What about the New Testament?

First, if we want to discuss numbers of manuscripts, as a whole there are about 24,000 of the New Testament, and the four Gospels alone have nearly 6,000 copies from early on, possibly as early as late first century or early second century. This is within 100 years of Jesus’ and the Apostles’ lives. Even further, we know the majority of the gospels were written before 70 due to Paul – who was killed by 64 – quoted Luke 10:7 in 1 Timothy 5:18. By contrast, the next closest ancient document is Homer’s “The Iliad” with 643 manuscripts from over 500 years after Homer lived.

This should be enough to convince anyone, but just in case, the ultimate proof is that Jesus corroborated much of the OT and said His testimony is true. His proof was that He predicted His own death and resurrection (See Luke 20-22), adding validity to His claims by being crucified and rising again.

Therefore, as Paul said in 1 Corinthians 15, “For if the dead are not raised, not even Christ has been raised. And if Christ has not been raised, your faith is futile and you are still in your sins. Then those also who have fallen asleep in Christ have perished. If in Christ we have hope in this life only, we are of all people most to be pitied. But in fact Christ has been raised from the dead, the firstfruits of those who have fallen asleep.” (vv. 16-20)

In other words, the resurrection proves the Bible is true (by backing up Jesus’ claims). (See also the series beginning with this post.)

Wanna debate, challenge, or question what was said here? Leave a comment below or send us an e-mail at Together@asimplemanofgod.com.

Give Me 5: The Law

Welcome back, my little chickadees! Or something… And as a reminder, this is late due to technical issues. Hopefully later this week another one is coming!

This is the first of a new series of videos I will be making called Give Me 5. The premise is that in about five minutes (hopefully less, and not necessarily including the intro and a few other extras – like my little outtakes I sometimes put in) an apologetics approach (apologetics, again, coming from 1 Peter 3:15, in which we are told to always be ready to give a reasoned defense, Greek apologia, for our faith) will be used to answer some biblical/theological questions/challenges.

This first one is about The Law

Specifically, I am dealing with the question of what it means that Christians are not under the Law while also looking at the challenge from atheists and the irreligious that the Law, and more specifically the Ten Commandments, are useless and/or stupid.

Not Under the Law?

It is first helpful to realize that we are freed from the ceremonial or Levitical law. We no longer need to perform certain regulations and sacrifices to be made clean before God. He did that for us by sacrificing Christ on the cross.

Jesus summarized the Moral Law by quoting the two greatest Commandments:

You shall love the Lord your God with all your heart and with all your soul and with all your might.

Deuteronomy 6:5, ESV

you shall love your neighbor as yourself: I am the Lord.

Leviticus 19:18, ESV

Loving God can summarize the first three and a half Commandments, while loving people can summarize the second six and a half.

Why?

Non-controversial Commandments

When God gave Moses the Ten Commandments in Exodus 20, He tells us in verse two that “I am the Lord your God,” which tells is that all morality is based on who God is. Apart from God, there is no valid reason for morals. Obviously, atheists and the irreligious disagree with this.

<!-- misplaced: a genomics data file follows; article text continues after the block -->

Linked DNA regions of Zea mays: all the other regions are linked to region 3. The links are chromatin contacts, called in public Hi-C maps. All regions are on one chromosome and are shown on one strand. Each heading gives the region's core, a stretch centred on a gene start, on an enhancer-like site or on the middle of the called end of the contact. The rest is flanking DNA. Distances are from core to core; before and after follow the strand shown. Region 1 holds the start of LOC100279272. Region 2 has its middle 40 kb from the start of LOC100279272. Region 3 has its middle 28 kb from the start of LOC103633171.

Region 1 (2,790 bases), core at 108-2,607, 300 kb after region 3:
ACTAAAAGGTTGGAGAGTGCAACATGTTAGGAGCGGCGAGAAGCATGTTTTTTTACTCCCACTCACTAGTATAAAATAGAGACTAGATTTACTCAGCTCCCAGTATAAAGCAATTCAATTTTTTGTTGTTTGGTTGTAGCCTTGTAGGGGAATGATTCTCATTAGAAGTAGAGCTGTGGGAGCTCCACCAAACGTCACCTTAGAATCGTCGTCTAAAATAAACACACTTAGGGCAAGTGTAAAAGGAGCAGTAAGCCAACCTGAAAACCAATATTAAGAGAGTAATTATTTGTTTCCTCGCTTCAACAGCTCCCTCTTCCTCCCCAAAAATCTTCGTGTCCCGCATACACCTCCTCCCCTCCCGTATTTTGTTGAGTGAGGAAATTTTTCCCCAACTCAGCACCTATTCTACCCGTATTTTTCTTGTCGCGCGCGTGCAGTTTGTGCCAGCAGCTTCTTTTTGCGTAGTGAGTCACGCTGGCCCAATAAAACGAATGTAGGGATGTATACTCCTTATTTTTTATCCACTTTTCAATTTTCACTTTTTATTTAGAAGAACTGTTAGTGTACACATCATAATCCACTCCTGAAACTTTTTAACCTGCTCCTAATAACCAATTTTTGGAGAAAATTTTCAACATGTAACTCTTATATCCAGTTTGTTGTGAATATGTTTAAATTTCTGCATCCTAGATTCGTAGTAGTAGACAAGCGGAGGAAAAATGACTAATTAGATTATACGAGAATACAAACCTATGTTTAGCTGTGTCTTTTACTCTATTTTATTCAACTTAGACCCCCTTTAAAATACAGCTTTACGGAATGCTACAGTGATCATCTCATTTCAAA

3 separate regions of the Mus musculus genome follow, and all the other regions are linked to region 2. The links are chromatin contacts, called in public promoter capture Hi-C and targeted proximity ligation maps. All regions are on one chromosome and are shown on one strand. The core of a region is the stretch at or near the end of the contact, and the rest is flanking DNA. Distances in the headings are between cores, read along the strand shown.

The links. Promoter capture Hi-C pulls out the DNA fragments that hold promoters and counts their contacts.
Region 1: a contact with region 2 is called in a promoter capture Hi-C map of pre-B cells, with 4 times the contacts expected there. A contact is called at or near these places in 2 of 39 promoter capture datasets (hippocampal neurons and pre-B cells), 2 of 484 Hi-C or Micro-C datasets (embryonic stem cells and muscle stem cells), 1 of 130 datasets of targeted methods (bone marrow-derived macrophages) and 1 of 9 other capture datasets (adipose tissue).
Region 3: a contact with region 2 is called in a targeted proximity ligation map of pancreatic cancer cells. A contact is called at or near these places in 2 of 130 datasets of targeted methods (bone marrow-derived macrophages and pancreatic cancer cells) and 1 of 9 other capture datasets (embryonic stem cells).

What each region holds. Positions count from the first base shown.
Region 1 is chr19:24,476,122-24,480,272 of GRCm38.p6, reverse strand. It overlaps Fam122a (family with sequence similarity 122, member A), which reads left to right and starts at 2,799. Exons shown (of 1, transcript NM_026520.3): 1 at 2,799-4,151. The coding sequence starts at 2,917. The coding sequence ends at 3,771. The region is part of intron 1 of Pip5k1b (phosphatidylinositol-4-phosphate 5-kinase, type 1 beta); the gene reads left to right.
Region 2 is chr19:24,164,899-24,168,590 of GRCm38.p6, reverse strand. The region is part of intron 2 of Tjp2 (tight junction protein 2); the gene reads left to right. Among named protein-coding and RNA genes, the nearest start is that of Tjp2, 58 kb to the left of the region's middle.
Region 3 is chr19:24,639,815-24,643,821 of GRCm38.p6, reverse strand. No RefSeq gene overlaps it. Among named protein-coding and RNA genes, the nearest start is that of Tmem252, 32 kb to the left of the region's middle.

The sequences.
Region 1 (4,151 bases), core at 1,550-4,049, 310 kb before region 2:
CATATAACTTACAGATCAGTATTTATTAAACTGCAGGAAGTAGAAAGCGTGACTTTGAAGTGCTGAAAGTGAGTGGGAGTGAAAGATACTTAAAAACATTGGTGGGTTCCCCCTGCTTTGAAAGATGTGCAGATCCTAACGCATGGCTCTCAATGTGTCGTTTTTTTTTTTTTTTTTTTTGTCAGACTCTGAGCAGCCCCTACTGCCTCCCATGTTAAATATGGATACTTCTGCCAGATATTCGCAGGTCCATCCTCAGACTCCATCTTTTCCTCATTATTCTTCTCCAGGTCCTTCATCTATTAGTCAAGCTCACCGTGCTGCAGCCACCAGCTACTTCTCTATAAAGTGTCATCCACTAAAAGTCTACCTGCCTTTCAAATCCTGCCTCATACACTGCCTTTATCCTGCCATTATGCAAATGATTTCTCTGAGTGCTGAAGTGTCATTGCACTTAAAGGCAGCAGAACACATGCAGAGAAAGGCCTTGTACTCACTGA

God begins with the First Commandment (v. 3) that we should have no other gods. He created everything ever, so no one could be as powerful as He is. There simply are no other gods. Period. (This rules out other religions.) There is a God.

This leads to the Second Commandment (v. 4) that we are not to make idols. This is anything we create or is a part of God’s Creation that we give worship to. And before anyone argues that this does not happen: many people, such as astrophysicist Niel DeGrasse Tyson, argue that all of the elements were created in stars which blew up, spreading that stuff all over, so that we are mad up of this star stuff, therefore we should literally thank the stars that we are alive.

That is idolatry.

Which relates to Commandment Three (v. 7), that we do not use the Lord’s name in vain. This does mean not saying “G.D.” or “omg” and stuff like that, but more importantly it is claiming to be a follower of God (i.e. Christian) and do the very things Je says not to do (i.e. cuss people out, sleep around, lie, mistreat others, etc.)

Now it shifts to the halfsies Commandment, number four (v. 8): Observe the Sabbath. Atheists and the irreligious disregard this (and the first three Commandments) because it is all about the God they do not believe in, because it says that He spent six days creating and then rested, so we should, too.

However, they should not object to the idea of taking a day off every week! It is about rest! (Again, why this is not exactly reiterated in the New Testament is for another time, but essentially we have rest for our souls now with the hope of eternal Sabbath after Christ’s return.)

The other six Commandments should be what we all agree on(at least to some extent.

The For-Some-Reason-Controversial Commandments

  • Fifth: Honor your parents (v. 12)
  • Sixth: Do not murder (v. 13)
  • Seventh: Do not commit adultery (v. 14)
  • Eighth: Do not steal (v. 15)
  • Ninth: Do not lie (v. 16)
  • Tenth: Do not covet (v. 17)

What is there to disagree with?

God says to show respect to people (especially parents, which has become weird in the past few decades), do not murder, take a spouse from or stuff from, lie to or about, or desire to have the possessions and loved ones of other people.

Sure, our society now says that parents are largely irrelevant and that it is okay to want others’ stuff, including spouses. Even murder is seen as okay (i.e. abortion and assisted suicide).

But we do all agree that resting, showing respect to others, and not taking other people’s things, loved ones, or life are all good.

We also need to remember that God is the reason these are good, that we are even here to experience it all, and deserves all honor and worship.

If you want to debate, challenge, or question any of this, comment below or on the video, or even send an e-mail over to Together@asimplemanofgod.com.

God loves you!

Daniel